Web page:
Now, rather than building a worldwide community in a modern-day Pen Pal exchange of what was uplifting or perhaps challenging in our lives that brought responses of compassion, now even family members are pitted against each other. The consequences go far beyond the tearing apart of friendships and family ties. They have eroded the very fabric of our democracy, threatening its future, Haidt writes.
“The Framers of the Constitution were excellent social psychologists,” Haidt says. “They knew that democracy had an Achilles’ heel because it depended on the collective judgment of the people, and democratic communities are subject to ‘the turbulency and weakness of unruly passions.’” 
For this very reason, the Founders built our system of government with checks and balances on power. With an executive branch, legislative branch, and a Supreme Court, each was given the power to “slow things down, cool passions, and require compromise.” Today, those mechanisms for checking government’s excesses are failing.
Eli Pariser, author of internet book The Filter Bubble, saw the dangers from a complimentary point of view that highlights the core dangers democracy faces. “News shapes our sense of the world, and of what’s important, of the scale and color, and character of our problems. More important, it provides the foundation of shared experience and shared knowledge on which democracy is built,” he wrote. “Democracy requires citizens see things from one another’s point of view.”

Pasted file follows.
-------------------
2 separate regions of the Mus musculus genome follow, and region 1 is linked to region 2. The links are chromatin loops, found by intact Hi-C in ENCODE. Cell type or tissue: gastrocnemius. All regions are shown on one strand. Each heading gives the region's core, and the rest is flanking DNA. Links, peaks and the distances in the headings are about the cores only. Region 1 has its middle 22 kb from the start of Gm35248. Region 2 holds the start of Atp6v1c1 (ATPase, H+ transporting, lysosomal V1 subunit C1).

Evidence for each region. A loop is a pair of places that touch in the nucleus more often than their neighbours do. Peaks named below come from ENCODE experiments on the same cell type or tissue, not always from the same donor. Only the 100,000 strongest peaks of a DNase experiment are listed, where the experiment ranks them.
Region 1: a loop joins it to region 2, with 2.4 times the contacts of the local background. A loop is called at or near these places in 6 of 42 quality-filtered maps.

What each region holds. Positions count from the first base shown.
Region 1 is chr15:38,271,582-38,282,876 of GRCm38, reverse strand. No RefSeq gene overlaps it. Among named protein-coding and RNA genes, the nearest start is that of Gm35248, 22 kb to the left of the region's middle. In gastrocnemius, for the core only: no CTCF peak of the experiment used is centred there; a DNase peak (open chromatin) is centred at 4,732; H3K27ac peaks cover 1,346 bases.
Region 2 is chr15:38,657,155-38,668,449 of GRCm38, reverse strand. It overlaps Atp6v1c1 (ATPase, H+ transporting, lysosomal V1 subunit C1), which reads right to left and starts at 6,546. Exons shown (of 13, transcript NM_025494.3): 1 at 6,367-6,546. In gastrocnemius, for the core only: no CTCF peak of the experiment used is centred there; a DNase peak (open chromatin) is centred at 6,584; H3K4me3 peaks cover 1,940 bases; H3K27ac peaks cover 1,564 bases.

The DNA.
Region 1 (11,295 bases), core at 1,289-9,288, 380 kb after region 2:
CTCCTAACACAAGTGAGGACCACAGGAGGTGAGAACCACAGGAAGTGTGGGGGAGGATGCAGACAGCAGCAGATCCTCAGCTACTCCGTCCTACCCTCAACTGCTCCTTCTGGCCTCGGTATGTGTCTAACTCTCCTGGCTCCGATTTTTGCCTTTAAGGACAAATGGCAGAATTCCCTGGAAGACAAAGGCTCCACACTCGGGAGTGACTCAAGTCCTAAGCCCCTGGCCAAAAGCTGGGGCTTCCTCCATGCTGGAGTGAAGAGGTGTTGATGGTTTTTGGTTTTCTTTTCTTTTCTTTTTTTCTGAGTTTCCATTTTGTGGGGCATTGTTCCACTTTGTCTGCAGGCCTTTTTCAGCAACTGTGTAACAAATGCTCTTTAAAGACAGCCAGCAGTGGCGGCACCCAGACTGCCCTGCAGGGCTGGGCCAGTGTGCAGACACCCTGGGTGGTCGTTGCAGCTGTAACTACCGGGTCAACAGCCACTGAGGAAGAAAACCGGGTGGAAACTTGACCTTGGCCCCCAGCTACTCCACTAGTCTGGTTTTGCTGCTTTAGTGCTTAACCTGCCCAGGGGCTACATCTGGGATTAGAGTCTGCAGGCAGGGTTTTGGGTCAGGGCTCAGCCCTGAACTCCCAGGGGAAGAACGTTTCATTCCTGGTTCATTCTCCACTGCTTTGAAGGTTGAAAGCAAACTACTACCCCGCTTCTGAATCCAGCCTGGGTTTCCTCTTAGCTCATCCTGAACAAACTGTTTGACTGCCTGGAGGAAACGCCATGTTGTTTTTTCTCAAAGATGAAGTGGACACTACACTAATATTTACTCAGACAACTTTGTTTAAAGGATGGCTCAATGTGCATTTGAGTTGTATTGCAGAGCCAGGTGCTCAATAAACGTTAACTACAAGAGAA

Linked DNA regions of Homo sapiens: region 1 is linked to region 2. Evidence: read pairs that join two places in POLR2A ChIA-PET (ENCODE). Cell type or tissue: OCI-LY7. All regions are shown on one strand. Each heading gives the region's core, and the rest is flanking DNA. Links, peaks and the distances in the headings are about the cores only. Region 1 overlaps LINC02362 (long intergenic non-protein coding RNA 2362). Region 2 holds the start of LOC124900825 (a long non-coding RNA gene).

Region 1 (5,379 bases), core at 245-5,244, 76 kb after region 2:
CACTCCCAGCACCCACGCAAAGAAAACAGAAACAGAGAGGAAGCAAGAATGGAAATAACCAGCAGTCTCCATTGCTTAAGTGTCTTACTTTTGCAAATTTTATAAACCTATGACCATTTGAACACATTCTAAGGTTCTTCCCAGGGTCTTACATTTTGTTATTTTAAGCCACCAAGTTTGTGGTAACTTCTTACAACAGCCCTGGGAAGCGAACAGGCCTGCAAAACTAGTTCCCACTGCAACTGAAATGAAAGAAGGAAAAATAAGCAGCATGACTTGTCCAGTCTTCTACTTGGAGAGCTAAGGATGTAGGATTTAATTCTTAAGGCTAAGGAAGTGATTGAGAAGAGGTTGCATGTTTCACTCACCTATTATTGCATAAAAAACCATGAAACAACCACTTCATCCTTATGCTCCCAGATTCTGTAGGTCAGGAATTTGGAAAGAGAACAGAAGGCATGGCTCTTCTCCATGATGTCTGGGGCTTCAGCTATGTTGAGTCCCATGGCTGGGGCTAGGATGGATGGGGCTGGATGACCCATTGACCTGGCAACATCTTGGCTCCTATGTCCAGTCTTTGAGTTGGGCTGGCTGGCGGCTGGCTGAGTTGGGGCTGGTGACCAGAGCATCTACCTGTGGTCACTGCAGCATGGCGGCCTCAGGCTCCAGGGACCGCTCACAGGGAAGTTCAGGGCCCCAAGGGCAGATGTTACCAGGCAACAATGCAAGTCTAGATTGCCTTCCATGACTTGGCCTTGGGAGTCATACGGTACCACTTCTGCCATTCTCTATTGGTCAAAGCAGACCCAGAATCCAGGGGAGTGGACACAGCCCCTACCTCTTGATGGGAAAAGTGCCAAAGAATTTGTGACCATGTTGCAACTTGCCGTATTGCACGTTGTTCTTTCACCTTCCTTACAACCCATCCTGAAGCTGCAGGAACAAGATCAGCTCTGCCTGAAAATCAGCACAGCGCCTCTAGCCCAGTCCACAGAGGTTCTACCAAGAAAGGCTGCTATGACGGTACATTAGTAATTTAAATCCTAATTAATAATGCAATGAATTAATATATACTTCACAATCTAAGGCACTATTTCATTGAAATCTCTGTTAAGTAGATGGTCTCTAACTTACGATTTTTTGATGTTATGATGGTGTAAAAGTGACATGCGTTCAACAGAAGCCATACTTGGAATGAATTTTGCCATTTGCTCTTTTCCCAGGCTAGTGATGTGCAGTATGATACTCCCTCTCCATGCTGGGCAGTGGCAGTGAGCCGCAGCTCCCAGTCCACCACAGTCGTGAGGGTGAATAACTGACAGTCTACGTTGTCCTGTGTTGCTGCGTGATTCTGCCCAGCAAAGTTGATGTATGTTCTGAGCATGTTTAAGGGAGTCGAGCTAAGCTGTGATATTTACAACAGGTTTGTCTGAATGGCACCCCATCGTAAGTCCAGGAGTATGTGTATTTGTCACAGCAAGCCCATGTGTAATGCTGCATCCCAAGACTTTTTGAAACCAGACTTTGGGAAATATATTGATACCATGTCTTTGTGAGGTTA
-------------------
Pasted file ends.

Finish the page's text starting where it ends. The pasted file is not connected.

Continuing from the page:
We no longer see America’s needs and challenges from a shared perspective, nor one moderated by a common source of trusted information. Today, what the “common good” is for America is a matter of bitter debate that “kindles unfriendly passions and excites the most violent conflicts,” that Madison feared could unravel our democracy, Haidt fears.
Social media is the igniter and accelerant that fans the flames of passion that lead to threats and acts of violence that shake democracy’s foundation. 
Haidt sees three ways in which social media is undermining our democratic principles. First, with its algorithms favoring giving power to the nastier elements of social media, the “trolls and provocateurs (are) silencing good citizens. Social media gives more power and voice to the political extremes while reducing the power and voice of the moderate majority.”
Those in opposing political parties aren’t the only target of the social media battleground. Members of the same political party not sufficiently loyal are torn apart, pushing the parties to reward only those at the extremes. Compromise and civility are deadly to political ambition.
The state of today’s political discourse was illustrated last week in a fundraising email we received from Republican gubernatorial candidate and state Sen. Paul Gazelka. In saying why he was the best candidate, he ridiculed “the second-guessers who talk a good game but have never had to personally engage our enemies.” We are enemies, not fellow citizens with different political points of view.
Finally, Haidt writes, social media “deputizes everyone to administer justice with no due process. When our public square is governed by mob dynamics unrestrained by due process, we don’t get justice and inclusion; we get a society that ignores context, proportionality, mercy, and truth.”